Applications Driving the Need for Rural Broadband

“If it’s a covered service, then the insurance company should pay for it, whether it is electronically delivered or a face-to-face delivery,” said attorney Michael Keeling. Keeling was referring to recently passed Arizona legislation (Arizona Senate Bill 1353) that puts telemedicine on a level playing field with health care delivered in person. He points out that telemedicine is of four economic drivers (education, economic development and first-responders) for rural broadband.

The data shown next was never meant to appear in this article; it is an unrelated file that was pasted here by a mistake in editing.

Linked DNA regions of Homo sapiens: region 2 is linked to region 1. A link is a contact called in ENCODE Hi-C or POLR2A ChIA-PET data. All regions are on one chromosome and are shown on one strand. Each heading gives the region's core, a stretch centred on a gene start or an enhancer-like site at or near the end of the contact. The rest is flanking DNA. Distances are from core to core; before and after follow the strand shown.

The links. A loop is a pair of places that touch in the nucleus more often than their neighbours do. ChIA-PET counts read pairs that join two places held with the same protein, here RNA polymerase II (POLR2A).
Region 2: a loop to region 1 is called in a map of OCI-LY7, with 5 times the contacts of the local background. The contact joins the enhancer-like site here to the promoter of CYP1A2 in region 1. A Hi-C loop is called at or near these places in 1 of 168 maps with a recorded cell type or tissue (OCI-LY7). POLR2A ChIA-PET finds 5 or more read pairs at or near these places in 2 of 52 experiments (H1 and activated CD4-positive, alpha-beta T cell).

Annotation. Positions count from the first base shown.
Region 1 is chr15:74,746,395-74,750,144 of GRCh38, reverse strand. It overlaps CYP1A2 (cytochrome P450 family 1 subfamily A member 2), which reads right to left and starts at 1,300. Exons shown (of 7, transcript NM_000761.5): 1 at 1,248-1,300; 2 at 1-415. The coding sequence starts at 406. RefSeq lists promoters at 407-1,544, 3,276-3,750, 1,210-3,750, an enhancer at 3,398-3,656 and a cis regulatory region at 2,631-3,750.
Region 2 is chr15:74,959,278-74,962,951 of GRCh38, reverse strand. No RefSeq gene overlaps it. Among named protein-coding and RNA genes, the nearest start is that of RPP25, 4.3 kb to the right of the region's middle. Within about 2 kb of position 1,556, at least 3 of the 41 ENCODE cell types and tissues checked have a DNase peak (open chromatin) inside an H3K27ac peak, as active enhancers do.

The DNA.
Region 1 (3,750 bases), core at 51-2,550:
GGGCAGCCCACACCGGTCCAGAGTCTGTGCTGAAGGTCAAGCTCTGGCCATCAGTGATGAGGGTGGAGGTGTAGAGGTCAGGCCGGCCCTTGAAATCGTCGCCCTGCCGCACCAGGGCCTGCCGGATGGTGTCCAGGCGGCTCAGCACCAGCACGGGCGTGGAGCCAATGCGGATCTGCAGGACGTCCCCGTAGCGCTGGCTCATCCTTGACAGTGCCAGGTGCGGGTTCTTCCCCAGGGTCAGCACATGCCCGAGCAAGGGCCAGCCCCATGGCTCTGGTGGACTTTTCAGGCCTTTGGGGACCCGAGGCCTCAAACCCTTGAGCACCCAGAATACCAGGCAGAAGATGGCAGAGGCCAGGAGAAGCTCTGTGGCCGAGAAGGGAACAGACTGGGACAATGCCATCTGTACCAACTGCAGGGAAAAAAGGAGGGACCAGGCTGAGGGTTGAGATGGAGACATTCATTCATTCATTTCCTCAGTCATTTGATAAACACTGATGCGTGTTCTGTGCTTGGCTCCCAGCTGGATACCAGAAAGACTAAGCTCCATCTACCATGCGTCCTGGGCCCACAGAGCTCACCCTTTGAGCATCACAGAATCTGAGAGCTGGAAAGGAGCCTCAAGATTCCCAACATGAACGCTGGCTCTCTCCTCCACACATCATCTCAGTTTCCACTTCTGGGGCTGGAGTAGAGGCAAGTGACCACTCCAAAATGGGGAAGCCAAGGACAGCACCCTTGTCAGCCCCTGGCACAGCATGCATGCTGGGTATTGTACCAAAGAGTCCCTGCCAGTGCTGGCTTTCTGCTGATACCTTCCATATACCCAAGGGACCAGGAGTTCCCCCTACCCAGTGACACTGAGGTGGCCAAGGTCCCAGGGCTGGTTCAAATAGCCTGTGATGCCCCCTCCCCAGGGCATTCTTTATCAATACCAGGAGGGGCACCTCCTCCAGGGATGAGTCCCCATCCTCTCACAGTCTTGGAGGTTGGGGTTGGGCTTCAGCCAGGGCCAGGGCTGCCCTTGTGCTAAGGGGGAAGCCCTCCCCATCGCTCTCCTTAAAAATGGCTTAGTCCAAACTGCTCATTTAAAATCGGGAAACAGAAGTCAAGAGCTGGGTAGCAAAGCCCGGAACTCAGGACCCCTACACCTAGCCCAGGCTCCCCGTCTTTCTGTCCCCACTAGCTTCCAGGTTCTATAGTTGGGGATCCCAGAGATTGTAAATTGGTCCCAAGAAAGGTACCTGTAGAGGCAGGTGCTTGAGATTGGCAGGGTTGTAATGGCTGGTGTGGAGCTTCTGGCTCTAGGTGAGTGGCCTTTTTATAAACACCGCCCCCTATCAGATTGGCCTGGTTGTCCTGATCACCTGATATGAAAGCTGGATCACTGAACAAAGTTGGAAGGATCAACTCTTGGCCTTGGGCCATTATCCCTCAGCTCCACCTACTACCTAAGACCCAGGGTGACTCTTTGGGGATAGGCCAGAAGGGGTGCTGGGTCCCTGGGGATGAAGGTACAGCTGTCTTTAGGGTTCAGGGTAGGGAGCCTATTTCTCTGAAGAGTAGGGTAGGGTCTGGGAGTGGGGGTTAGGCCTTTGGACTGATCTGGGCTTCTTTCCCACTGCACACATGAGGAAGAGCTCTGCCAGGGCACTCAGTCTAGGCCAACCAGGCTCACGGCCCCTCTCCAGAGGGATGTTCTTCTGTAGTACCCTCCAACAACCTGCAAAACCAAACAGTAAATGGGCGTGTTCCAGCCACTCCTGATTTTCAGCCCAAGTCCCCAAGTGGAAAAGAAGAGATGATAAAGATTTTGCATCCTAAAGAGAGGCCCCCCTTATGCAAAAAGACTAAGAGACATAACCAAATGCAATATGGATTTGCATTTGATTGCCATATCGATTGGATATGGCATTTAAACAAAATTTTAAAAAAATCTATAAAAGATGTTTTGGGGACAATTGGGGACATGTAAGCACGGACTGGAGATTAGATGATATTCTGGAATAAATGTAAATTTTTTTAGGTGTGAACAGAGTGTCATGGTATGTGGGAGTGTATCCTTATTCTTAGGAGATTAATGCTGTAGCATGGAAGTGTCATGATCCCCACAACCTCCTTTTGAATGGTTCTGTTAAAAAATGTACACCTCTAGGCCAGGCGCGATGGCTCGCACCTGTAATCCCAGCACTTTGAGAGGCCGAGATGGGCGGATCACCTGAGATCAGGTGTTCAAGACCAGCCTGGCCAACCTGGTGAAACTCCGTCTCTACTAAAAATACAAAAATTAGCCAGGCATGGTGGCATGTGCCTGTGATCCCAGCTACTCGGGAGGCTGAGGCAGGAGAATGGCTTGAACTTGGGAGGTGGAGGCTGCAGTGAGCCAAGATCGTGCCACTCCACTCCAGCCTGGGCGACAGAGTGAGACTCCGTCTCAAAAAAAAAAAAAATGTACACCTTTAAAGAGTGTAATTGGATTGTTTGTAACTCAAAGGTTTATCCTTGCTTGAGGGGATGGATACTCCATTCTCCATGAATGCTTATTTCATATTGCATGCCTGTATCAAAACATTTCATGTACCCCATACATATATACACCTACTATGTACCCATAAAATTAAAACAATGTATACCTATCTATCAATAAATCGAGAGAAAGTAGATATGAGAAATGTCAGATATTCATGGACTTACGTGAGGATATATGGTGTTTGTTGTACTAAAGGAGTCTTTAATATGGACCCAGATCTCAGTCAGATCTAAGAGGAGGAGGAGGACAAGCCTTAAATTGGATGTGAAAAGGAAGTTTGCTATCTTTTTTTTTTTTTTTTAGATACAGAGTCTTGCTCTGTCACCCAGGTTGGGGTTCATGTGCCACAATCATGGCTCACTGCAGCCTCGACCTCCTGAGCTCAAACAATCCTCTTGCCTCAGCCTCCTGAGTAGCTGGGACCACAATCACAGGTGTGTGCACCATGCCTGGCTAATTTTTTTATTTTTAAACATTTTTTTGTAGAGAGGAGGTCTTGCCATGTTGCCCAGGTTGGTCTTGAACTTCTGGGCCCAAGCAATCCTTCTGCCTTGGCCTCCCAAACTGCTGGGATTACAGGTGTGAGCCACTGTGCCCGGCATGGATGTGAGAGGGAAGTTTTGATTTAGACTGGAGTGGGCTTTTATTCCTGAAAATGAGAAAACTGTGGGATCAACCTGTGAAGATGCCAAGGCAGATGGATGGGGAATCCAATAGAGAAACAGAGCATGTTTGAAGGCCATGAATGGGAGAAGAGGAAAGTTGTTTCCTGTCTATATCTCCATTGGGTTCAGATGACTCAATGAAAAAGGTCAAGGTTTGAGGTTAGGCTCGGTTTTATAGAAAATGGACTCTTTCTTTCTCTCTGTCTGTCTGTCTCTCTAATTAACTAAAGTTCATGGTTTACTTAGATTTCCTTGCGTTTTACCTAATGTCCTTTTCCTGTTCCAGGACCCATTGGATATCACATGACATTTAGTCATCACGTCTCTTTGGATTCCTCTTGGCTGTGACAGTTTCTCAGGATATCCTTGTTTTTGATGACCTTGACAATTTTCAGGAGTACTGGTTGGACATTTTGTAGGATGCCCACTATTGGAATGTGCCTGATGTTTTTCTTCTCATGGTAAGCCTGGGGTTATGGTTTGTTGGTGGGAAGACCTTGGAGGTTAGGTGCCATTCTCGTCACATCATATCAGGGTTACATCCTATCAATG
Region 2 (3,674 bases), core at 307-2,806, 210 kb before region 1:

He indicates an uptake in telemedicine in the 15 states where this sort of parity legislation has already passed. Although this rule is meant to improve the efficiency of health-care delivery, it can also mean the difference life and death in areas where the nearest specialist might be hours away. He points to Mayo Clinic research that shows the benefits of diagnosing stroke victims remotely via a combination of telecommunications and robots.

2013 Broadband Communities Summit coverage brought to you by the Matrix Design Group and M3 Multifamily Media Management.

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